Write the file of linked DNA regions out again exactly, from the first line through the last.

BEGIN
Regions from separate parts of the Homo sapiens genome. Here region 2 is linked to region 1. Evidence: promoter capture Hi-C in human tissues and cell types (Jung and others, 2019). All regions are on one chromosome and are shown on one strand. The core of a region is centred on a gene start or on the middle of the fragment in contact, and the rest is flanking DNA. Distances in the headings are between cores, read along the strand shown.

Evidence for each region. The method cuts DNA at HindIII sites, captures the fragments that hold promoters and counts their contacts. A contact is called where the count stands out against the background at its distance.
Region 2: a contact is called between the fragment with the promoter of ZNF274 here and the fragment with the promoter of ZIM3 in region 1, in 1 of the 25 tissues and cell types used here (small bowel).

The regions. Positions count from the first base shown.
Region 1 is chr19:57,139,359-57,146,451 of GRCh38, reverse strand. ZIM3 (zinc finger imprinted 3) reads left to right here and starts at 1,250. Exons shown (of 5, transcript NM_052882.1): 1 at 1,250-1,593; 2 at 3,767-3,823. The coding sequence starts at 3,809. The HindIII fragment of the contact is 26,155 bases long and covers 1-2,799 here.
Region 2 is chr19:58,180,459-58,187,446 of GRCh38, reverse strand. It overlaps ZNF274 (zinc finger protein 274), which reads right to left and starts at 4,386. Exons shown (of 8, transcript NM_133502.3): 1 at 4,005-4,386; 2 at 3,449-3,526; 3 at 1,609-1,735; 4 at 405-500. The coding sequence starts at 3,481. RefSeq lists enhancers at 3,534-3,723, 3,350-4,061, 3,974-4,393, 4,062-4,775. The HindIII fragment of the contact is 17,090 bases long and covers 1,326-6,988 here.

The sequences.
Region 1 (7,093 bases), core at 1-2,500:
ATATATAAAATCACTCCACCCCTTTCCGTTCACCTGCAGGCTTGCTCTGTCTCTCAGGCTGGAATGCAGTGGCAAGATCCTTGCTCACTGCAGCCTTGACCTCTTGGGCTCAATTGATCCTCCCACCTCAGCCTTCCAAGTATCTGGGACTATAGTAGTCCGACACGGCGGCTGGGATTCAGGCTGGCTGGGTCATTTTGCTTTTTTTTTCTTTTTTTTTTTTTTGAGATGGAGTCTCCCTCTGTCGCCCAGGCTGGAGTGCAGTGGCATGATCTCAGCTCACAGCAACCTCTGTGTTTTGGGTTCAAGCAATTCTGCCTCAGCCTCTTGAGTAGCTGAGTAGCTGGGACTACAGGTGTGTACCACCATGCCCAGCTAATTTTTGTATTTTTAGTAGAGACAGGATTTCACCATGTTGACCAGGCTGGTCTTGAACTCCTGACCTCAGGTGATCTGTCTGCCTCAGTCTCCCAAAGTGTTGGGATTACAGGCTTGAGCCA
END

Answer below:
Regions from separate parts of the Homo sapiens genome. Here region 2 is linked to region 1. Evidence: promoter capture Hi-C in human tissues and cell types (Jung and others, 2019). All regions are on one chromosome and are shown on one strand. The core of a region is centred on a gene start or on the middle of the fragment in contact, and the rest is flanking DNA. Distances in the headings are between cores, read along the strand shown.

Evidence for each region. The method cuts DNA at HindIII sites, captures the fragments that hold promoters and counts their contacts. A contact is called where the count stands out against the background at its distance.
Region 2: a contact is called between the fragment with the promoter of ZNF274 here and the fragment with the promoter of ZIM3 in region 1, in 1 of the 25 tissues and cell types used here (small bowel).

The regions. Positions count from the first base shown.
Region 1 is chr19:57,139,359-57,146,451 of GRCh38, reverse strand. ZIM3 (zinc finger imprinted 3) reads left to right here and starts at 1,250. Exons shown (of 5, transcript NM_052882.1): 1 at 1,250-1,593; 2 at 3,767-3,823. The coding sequence starts at 3,809. The HindIII fragment of the contact is 26,155 bases long and covers 1-2,799 here.
Region 2 is chr19:58,180,459-58,187,446 of GRCh38, reverse strand. It overlaps ZNF274 (zinc finger protein 274), which reads right to left and starts at 4,386. Exons shown (of 8, transcript NM_133502.3): 1 at 4,005-4,386; 2 at 3,449-3,526; 3 at 1,609-1,735; 4 at 405-500. The coding sequence starts at 3,481. RefSeq lists enhancers at 3,534-3,723, 3,350-4,061, 3,974-4,393, 4,062-4,775. The HindIII fragment of the contact is 17,090 bases long and covers 1,326-6,988 here.

The sequences.
Region 1 (7,093 bases), core at 1-2,500:
ATATATAAAATCACTCCACCCCTTTCCGTTCACCTGCAGGCTTGCTCTGTCTCTCAGGCTGGAATGCAGTGGCAAGATCCTTGCTCACTGCAGCCTTGACCTCTTGGGCTCAATTGATCCTCCCACCTCAGCCTTCCAAGTATCTGGGACTATAGTAGTCCGACACGGCGGCTGGGATTCAGGCTGGCTGGGTCATTTTGCTTTTTTTTTCTTTTTTTTTTTTTTGAGATGGAGTCTCCCTCTGTCGCCCAGGCTGGAGTGCAGTGGCATGATCTCAGCTCACAGCAACCTCTGTGTTTTGGGTTCAAGCAATTCTGCCTCAGCCTCTTGAGTAGCTGAGTAGCTGGGACTACAGGTGTGTACCACCATGCCCAGCTAATTTTTGTATTTTTAGTAGAGACAGGATTTCACCATGTTGACCAGGCTGGTCTTGAACTCCTGACCTCAGGTGATCTGTCTGCCTCAGTCTCCCAAAGTGTTGGGATTACAGGCTTGAGCCA